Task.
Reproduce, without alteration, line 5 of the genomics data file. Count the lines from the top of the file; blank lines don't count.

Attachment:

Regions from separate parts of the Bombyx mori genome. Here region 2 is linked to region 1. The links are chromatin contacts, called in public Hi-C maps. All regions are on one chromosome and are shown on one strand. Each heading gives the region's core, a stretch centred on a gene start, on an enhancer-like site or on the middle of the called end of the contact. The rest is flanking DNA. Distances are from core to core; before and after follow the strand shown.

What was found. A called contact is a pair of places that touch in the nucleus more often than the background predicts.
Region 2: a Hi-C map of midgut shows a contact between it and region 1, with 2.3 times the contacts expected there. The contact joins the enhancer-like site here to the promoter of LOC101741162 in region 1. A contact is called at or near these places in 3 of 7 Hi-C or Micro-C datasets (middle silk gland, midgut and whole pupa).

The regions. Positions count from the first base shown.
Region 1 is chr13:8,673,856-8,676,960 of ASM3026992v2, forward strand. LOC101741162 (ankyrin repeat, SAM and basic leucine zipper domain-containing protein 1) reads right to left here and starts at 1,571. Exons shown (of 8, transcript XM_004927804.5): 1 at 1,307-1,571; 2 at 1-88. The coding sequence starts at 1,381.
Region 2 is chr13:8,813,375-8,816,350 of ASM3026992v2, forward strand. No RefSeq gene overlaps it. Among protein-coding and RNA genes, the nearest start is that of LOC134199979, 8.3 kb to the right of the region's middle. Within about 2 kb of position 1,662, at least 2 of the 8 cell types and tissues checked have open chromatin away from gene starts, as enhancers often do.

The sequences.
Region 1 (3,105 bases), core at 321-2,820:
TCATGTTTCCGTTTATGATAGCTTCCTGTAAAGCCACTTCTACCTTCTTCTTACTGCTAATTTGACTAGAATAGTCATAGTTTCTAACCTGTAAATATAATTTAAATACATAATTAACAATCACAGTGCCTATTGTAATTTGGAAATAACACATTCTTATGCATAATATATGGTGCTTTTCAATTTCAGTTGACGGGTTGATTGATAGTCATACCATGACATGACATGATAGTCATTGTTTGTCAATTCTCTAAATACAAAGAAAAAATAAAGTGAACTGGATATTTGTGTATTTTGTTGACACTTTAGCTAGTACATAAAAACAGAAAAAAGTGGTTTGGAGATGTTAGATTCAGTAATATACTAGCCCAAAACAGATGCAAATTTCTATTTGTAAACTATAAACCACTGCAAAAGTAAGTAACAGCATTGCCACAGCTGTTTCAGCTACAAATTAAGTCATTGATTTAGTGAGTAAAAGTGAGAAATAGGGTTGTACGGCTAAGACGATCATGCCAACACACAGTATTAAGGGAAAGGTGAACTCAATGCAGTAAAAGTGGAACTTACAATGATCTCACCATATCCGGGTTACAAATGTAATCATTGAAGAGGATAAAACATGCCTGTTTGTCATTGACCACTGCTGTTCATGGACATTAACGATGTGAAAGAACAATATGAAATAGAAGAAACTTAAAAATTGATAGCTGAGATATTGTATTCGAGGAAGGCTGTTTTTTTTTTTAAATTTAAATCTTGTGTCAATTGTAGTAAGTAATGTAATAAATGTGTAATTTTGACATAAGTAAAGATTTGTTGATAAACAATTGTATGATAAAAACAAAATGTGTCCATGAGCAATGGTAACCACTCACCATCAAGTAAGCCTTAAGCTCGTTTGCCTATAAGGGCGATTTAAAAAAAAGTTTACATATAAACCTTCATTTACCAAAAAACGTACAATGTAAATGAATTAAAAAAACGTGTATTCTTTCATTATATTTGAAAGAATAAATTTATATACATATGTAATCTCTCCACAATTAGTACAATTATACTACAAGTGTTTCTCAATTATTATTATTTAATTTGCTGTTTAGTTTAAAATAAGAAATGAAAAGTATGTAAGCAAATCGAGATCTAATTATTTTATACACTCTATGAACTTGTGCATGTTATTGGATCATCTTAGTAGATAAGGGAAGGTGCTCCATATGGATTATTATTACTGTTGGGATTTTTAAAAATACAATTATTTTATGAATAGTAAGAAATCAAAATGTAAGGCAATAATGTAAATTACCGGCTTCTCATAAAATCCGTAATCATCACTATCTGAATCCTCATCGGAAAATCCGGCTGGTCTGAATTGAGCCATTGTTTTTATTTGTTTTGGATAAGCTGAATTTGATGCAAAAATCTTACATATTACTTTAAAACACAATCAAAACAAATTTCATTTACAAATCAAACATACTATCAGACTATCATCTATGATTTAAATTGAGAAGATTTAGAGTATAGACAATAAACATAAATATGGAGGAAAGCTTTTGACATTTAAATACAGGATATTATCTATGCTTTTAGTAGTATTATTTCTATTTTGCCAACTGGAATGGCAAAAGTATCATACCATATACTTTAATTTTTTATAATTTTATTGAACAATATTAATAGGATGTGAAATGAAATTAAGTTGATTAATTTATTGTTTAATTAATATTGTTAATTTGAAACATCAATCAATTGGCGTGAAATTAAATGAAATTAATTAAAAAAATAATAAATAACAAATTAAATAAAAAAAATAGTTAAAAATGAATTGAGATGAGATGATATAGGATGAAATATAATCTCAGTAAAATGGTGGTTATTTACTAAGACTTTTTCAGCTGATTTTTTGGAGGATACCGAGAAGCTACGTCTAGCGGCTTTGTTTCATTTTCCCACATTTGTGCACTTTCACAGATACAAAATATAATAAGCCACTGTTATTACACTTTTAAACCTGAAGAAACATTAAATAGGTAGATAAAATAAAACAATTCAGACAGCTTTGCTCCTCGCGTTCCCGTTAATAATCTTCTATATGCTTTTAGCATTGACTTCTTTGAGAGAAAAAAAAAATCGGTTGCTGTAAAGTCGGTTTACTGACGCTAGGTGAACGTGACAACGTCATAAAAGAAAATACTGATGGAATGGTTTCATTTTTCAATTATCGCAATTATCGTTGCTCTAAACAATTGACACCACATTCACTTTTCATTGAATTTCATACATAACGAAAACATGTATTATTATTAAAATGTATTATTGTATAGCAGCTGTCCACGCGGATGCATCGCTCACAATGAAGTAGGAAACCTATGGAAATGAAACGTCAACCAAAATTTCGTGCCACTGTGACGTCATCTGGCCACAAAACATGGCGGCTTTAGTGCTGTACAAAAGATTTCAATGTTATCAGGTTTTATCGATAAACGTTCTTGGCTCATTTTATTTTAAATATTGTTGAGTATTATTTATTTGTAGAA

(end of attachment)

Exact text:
Region 1 is chr13:8,673,856-8,676,960 of ASM3026992v2, forward strand. LOC101741162 (ankyrin repeat, SAM and basic leucine zipper domain-containing protein 1) reads right to left here and starts at 1,571. Exons shown (of 8, transcript XM_004927804.5): 1 at 1,307-1,571; 2 at 1-88. The coding sequence starts at 1,381.